In-flight Wi-Fi a swing-vote for road warriors?


Several airlines are testing in-flight Wi-Fi on a few planes and recently Southwest and Alaska airlines climbed on board with their satellite version of the service, courtesy of Row 44.

I tested the service out yesterday on Alaska Airline’s “Wi-Fi One” plane, flying back and forth between Seattle and Orange County.  There were two guys on board who were flying the plane specifically to check out the service, but otherwise the only way folks knew this was “the Wi-Fi plane” was if they noticed the big decal by the door (I admit, at first I didn’t) and if they read the big card in their seatback pocket.

Once folks did discover the service – which is complimentary during the test period – they used it, talked about it to their seatmates and across the aisles and, of course, sent e-mail messages: “Guess where I’m writing from.”

The service was a bit sluggish on the return trip, which got folks talking even more, but generally once travelers got connected, they seemed delighted to have this new amenity as an in-flight option.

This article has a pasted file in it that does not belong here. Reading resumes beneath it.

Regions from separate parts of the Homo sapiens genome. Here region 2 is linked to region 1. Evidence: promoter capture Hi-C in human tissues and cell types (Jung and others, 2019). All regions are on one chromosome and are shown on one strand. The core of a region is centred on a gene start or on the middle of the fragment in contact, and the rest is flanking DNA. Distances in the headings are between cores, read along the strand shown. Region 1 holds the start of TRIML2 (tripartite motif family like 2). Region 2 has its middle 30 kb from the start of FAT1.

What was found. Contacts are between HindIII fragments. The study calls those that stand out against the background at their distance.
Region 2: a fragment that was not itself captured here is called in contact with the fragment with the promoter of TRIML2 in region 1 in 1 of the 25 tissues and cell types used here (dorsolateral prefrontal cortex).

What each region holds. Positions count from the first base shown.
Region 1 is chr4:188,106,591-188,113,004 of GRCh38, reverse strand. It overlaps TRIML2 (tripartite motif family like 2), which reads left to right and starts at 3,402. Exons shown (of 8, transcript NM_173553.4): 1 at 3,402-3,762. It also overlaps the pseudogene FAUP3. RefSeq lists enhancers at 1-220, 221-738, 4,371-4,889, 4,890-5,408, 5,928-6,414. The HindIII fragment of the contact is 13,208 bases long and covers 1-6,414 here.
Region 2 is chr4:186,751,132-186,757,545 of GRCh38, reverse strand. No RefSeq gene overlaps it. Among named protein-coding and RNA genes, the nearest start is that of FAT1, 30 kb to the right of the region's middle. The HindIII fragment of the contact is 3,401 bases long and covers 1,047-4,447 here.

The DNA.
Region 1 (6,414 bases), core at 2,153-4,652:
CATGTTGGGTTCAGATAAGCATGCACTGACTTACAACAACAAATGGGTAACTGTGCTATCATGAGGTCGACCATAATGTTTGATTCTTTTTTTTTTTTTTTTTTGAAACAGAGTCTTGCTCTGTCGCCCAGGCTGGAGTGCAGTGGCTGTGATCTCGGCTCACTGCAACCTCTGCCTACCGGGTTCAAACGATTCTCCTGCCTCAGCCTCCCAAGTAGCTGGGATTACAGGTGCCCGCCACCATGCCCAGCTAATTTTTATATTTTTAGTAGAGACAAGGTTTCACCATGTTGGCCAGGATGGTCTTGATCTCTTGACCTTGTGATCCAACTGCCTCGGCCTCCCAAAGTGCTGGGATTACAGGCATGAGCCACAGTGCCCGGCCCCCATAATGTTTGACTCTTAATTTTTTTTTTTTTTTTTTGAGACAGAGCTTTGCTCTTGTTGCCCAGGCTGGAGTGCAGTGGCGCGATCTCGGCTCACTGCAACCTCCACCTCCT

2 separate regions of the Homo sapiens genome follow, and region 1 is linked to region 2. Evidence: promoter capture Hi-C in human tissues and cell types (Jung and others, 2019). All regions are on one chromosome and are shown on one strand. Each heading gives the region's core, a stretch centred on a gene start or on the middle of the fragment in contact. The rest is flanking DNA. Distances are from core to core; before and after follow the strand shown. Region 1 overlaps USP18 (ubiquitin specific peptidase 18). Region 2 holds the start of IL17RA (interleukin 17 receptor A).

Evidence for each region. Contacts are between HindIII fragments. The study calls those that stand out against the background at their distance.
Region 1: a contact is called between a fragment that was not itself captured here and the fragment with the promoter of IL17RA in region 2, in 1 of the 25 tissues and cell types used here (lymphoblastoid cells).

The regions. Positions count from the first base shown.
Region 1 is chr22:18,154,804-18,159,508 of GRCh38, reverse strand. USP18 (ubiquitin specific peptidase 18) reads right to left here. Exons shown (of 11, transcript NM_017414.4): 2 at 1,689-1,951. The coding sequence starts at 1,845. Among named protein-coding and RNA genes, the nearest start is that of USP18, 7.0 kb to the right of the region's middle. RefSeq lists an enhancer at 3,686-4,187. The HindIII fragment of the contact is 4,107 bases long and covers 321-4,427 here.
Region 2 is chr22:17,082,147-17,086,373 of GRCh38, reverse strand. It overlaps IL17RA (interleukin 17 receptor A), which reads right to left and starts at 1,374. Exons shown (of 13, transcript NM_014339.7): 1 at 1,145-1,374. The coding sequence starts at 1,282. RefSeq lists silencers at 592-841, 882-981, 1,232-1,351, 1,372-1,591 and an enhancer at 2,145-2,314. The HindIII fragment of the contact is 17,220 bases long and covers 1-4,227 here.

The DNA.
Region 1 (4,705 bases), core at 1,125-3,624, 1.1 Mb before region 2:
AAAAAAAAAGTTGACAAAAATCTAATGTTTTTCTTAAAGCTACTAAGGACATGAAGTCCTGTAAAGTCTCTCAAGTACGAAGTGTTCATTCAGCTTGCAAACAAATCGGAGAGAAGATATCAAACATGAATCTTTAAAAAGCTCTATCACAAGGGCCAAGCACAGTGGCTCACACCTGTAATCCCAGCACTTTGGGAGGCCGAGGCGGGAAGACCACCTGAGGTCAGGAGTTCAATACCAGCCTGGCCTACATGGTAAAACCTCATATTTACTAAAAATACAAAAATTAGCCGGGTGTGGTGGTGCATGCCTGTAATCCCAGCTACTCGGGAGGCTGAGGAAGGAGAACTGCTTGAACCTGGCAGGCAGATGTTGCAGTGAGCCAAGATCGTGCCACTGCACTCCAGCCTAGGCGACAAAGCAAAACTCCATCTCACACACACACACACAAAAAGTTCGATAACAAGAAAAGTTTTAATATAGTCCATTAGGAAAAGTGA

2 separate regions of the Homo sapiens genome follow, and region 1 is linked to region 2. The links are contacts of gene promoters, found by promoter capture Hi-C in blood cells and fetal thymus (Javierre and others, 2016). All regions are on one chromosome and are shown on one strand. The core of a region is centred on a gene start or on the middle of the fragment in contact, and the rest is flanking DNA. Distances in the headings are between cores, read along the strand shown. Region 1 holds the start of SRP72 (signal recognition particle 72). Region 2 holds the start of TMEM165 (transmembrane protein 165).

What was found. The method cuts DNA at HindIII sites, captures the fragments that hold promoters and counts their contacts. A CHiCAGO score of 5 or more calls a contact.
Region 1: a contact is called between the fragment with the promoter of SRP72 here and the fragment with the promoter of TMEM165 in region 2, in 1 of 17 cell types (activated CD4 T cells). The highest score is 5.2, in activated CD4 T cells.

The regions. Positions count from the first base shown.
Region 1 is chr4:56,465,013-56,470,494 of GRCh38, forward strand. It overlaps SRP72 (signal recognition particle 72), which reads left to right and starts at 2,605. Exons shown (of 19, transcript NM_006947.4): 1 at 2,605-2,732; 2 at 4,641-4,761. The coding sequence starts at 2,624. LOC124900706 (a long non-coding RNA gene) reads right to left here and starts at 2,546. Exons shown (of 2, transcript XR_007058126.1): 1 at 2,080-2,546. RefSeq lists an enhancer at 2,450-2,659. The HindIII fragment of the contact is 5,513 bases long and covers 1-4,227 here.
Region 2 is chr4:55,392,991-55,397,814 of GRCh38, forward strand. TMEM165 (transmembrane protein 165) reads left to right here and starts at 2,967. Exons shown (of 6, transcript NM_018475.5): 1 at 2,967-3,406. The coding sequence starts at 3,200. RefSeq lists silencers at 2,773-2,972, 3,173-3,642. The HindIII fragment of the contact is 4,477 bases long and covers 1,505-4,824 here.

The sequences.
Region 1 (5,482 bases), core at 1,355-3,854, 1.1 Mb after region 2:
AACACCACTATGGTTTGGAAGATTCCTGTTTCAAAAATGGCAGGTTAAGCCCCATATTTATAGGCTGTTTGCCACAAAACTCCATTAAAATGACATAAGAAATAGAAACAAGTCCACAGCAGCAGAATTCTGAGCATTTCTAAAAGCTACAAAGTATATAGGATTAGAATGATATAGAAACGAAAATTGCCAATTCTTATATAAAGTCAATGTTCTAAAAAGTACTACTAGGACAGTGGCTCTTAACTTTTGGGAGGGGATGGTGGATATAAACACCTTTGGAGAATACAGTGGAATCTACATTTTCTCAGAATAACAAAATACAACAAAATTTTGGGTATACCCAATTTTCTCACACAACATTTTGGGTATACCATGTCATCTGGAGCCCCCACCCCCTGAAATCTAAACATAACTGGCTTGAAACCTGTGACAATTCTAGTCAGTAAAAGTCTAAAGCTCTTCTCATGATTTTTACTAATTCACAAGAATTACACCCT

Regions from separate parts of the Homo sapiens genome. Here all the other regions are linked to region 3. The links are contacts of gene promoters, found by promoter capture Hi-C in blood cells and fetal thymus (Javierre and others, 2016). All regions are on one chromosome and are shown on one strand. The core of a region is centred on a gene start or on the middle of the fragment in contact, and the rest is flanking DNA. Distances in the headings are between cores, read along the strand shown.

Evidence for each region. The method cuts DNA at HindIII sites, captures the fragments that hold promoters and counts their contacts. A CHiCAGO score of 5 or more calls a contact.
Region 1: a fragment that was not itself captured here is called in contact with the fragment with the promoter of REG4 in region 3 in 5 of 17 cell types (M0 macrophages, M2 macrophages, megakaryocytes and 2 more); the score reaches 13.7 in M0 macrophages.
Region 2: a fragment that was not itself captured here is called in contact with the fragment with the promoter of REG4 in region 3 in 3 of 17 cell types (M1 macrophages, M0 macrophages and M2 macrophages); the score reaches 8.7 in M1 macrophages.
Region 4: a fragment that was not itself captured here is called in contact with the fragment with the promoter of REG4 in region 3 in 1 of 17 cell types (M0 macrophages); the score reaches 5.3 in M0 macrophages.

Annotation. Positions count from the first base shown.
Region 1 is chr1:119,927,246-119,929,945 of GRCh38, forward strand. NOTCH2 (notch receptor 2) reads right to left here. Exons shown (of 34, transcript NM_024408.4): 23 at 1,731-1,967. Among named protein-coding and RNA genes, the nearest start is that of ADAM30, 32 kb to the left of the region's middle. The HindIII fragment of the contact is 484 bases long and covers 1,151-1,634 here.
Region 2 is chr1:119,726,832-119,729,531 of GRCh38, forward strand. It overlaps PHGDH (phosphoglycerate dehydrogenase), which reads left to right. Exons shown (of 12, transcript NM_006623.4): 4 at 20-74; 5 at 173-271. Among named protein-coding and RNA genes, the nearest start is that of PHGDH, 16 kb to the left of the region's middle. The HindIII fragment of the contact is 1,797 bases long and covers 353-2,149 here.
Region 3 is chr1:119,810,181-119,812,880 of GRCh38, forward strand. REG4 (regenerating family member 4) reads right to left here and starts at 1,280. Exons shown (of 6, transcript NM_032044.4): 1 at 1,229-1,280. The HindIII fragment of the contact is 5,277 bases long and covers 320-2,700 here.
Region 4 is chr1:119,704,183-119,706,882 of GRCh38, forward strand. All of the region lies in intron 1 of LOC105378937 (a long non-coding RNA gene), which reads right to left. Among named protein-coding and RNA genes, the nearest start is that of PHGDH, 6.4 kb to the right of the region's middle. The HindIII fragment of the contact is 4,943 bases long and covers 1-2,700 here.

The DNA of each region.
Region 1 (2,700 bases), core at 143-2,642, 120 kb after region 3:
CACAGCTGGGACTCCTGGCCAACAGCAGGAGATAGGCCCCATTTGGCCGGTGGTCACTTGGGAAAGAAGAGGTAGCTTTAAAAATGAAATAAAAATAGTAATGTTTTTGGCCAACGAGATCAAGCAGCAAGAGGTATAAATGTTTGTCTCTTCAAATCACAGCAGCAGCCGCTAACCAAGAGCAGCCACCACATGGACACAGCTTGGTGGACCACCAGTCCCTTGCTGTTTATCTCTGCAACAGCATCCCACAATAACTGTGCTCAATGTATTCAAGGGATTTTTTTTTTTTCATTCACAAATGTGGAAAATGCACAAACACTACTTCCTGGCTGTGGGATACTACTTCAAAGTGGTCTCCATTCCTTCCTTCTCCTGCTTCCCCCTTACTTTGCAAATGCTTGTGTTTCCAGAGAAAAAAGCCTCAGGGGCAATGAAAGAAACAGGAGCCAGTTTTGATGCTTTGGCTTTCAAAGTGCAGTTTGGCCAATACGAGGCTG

Would frequent travelers choose to fly one airline over another based on the availability of Wi-Fi?  “It’s the right play. I would definitely lean towards a flight with Wi-Fi,” one passenger told me, “and I would have no problem paying a premium for the service.”

We’ll see: one of the questions in the survey passengers are asked to fill out when they sign-on to the in-flight Wi-Fi is “How much would you be willing to pay for this service?”

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2 thoughts on “In-flight Wi-Fi a swing-vote for road warriors?

  1. Yes, you’re right.

    In fact, I’ve written several Well-Mannered Traveler columns on about the in-flight Wi-Fi service on other airlines and one or two about airlines offering in-flight cell service.

    This blog entry is just an account of my experience being in among passengers discovering the new service on another airline. Soon it will be old hat…

  2. GoGo has been doing this for the past 6 months on 3 airlines on a large number of domestic flights – it launched on AA in August, Virgin America and Delta have it, and a number of other airlines are in line to install it on their craft. No mention of that in the article?

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